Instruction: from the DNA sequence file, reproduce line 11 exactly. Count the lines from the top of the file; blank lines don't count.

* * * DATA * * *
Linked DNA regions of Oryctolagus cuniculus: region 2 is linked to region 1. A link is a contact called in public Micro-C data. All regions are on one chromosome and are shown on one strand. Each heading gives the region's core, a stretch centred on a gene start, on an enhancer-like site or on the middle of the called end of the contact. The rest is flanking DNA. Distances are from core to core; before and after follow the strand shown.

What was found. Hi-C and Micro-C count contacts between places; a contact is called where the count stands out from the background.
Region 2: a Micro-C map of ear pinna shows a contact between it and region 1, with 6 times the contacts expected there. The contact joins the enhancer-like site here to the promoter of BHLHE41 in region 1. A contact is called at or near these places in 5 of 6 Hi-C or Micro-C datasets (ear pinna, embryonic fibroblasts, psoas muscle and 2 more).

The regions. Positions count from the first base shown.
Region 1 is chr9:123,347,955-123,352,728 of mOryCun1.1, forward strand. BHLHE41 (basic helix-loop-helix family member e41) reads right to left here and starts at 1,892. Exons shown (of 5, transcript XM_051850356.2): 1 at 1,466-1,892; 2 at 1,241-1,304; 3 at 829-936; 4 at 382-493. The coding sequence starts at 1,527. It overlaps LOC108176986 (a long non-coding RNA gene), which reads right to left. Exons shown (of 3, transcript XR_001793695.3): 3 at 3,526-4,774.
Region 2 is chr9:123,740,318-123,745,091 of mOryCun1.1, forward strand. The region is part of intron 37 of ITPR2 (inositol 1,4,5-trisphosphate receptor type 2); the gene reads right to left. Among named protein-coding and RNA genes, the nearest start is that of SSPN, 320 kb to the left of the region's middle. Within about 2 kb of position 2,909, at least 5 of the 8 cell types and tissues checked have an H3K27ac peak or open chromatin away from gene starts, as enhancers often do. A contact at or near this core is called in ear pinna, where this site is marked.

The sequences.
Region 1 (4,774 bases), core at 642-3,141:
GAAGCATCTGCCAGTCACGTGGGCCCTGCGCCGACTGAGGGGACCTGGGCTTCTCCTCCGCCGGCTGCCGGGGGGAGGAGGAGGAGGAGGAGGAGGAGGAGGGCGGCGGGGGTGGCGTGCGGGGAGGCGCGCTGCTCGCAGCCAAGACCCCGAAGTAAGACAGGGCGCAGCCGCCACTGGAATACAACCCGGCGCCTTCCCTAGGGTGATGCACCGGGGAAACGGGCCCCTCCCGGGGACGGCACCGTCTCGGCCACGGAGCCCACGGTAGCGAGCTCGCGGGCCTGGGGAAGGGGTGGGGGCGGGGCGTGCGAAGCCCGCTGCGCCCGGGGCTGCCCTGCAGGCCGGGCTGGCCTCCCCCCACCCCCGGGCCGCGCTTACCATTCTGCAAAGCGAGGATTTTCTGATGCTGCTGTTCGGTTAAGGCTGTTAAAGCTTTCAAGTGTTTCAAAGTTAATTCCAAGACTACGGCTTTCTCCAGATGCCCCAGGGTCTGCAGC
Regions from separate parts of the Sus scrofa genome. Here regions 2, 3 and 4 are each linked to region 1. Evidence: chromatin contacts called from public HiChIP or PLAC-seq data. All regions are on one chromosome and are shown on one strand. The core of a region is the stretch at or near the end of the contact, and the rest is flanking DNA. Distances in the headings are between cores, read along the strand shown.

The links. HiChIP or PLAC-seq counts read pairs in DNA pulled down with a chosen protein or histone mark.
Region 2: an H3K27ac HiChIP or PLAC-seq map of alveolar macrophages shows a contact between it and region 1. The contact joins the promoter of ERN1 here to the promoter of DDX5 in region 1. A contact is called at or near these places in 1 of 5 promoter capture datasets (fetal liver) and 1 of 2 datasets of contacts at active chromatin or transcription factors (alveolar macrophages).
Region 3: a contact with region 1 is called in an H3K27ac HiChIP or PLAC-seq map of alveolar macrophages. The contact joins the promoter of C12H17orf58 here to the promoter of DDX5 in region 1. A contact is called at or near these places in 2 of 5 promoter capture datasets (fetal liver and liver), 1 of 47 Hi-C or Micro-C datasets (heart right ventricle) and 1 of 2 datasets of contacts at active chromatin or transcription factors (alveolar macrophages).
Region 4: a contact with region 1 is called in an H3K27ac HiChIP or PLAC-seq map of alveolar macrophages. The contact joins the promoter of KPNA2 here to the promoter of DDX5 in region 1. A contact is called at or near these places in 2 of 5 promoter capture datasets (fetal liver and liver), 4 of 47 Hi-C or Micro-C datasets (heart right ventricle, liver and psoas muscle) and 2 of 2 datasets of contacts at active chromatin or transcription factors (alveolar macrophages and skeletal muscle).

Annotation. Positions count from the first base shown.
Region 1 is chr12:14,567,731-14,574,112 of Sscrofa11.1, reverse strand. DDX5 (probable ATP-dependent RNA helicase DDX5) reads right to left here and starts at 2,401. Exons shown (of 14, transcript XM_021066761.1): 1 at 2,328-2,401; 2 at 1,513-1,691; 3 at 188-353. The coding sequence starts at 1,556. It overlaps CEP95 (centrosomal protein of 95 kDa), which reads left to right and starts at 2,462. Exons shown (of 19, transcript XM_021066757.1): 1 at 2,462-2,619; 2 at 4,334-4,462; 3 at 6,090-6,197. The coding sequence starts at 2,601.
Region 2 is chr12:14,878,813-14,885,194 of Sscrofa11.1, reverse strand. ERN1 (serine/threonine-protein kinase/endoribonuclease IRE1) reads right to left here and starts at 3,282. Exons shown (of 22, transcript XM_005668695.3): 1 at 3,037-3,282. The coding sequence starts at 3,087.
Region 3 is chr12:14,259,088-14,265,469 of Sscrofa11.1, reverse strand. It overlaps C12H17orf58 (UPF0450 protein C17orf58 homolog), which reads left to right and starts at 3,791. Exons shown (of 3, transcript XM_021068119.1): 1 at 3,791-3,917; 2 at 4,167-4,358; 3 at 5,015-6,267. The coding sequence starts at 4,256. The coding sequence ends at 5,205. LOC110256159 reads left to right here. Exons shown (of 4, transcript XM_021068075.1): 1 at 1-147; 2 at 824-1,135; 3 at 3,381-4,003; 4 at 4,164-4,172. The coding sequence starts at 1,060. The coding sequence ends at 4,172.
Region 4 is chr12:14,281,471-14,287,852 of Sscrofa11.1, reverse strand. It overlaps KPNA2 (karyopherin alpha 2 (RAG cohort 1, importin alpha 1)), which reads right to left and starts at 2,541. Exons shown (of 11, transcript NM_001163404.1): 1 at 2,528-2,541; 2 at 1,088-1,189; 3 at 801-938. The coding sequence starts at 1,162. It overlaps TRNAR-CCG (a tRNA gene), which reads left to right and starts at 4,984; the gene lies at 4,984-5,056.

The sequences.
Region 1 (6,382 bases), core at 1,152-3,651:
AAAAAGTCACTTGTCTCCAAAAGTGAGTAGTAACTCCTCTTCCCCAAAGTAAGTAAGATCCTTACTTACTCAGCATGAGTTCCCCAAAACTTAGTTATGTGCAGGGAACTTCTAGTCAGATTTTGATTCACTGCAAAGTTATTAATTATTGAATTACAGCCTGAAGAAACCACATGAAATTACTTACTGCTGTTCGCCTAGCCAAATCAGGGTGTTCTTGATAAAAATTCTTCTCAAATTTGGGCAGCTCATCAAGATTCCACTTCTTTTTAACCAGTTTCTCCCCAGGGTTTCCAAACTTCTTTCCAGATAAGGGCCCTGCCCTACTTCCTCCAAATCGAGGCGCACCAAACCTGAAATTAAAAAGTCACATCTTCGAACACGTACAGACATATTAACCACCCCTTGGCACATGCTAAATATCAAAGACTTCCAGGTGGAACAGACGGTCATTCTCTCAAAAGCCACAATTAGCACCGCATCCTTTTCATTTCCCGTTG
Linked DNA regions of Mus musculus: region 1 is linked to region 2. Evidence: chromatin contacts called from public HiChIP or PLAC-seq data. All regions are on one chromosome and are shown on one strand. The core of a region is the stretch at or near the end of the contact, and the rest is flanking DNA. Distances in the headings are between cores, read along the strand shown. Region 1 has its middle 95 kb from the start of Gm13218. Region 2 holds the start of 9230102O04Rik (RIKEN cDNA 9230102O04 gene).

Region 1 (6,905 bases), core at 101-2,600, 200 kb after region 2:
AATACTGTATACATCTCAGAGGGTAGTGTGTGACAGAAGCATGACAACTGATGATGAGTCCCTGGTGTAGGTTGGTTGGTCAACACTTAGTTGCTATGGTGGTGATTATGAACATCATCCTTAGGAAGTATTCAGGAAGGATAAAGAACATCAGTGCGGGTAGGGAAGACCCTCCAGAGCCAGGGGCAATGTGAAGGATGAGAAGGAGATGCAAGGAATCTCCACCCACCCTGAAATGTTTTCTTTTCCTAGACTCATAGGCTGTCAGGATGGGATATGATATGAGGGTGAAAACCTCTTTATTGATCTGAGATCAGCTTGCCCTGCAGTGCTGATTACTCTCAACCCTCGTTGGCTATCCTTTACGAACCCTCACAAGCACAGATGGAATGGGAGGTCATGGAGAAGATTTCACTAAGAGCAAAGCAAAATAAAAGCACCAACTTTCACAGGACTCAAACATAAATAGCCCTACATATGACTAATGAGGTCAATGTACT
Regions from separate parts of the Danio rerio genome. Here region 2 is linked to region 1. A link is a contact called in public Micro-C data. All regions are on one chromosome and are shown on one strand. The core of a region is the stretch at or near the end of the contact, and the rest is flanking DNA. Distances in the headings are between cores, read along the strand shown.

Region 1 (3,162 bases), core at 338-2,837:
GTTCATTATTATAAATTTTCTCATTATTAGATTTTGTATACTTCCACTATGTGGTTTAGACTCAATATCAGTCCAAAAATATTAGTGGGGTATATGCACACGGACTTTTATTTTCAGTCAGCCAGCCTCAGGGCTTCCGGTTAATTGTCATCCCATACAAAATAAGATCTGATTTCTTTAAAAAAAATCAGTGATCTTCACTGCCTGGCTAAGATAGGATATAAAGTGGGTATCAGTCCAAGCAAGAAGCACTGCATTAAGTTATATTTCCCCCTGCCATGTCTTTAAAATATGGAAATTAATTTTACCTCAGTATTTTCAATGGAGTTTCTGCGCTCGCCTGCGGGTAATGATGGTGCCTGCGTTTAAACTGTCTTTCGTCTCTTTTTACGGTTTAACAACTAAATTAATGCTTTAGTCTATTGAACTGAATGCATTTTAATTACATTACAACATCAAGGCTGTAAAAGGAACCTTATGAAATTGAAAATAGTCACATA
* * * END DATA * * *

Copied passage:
The links. HiChIP or PLAC-seq counts read pairs in DNA pulled down with a chosen protein or histone mark.